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Suicide

Days before he died of cardiomyopathy in September of 1995, actor Jeremy Brett wrote and recorded an appeal for The Manic Depression Fellowship charity (which has since been renamed Bipolar UK). It was aired on the BBC right before he died.  This was his last public recording. Since no one thought it would be his last recording, a good copy of it no longer exists. But some fans managed to do a home recording and one has finally gone up on YouTube.

Well, the year has just blown by, hasn’t it?  It seems like yesterday that we were putting up the World Suicide Prevention Day decorations, sending World Suicide Prevention Day cards and braving the lines of last minute World Suicide Prevention Day shoppers.  It’s my favorite holiday of the year, where we all get together and convince the world to keep on orbiting around the sun for another year.

No, seriously — I just found out that today is World Suicide Prevention Day.  That’s only because I follow the American Psychiatric Association’s Facebook page.  However, I know all about Miley Cyrus’s tongue gymnastics on the MTV Video Music Awards from television, newspapers and just about every website imaginable.  Perhaps mainstream media needs to get their priorities in order.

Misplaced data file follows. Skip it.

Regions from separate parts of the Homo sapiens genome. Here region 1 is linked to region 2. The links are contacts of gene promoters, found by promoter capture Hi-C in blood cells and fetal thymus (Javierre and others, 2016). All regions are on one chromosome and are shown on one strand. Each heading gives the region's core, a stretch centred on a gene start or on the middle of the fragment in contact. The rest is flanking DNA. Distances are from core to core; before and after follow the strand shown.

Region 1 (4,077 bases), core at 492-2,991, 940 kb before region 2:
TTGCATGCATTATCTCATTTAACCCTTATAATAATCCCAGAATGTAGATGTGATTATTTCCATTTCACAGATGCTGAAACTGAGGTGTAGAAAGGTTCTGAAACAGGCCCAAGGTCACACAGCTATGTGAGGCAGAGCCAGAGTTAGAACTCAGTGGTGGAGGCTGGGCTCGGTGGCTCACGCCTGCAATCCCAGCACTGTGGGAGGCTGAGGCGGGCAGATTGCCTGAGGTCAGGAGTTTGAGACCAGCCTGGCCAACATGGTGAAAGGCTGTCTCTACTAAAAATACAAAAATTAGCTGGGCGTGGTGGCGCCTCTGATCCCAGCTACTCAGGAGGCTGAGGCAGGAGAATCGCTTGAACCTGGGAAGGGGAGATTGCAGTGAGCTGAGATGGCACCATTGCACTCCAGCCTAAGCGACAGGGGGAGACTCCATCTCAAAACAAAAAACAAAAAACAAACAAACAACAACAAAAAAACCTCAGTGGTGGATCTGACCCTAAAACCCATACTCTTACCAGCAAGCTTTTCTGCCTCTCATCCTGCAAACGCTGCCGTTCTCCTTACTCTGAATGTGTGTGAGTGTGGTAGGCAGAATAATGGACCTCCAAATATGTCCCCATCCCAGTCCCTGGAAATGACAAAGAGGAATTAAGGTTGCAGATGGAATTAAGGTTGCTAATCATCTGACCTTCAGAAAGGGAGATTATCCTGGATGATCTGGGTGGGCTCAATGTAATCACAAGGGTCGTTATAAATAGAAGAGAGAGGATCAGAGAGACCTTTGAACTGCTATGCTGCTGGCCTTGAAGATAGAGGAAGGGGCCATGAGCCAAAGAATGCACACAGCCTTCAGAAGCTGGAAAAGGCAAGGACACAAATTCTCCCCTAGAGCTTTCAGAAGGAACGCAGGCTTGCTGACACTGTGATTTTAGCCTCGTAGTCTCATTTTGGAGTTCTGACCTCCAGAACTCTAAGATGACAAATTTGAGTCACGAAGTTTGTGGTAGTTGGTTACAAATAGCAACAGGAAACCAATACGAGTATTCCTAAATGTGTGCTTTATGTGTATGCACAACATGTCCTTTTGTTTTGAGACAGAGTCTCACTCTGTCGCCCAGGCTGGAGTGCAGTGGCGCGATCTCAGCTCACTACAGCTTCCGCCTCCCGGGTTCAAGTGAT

There have been some celebrities that have committed suicide in the past year.  And yet that doesn’t seem to stir up much interest in mainstream media.  When Kurt Cobain killed himself, there was a lot of suicide prevention articles or features in news outlets.  And yet nearly 20 years later, there’s not very much out there.

Perhaps they all want us to die.  Well, SCREW ‘EM!  Stay alive and mess up their plans.

 

999821_595402237192519_2113001318_nYou really want to piss off someone with depression?  Tell them to think positively.  It will be guaranteed to fuck up a depressive’s day.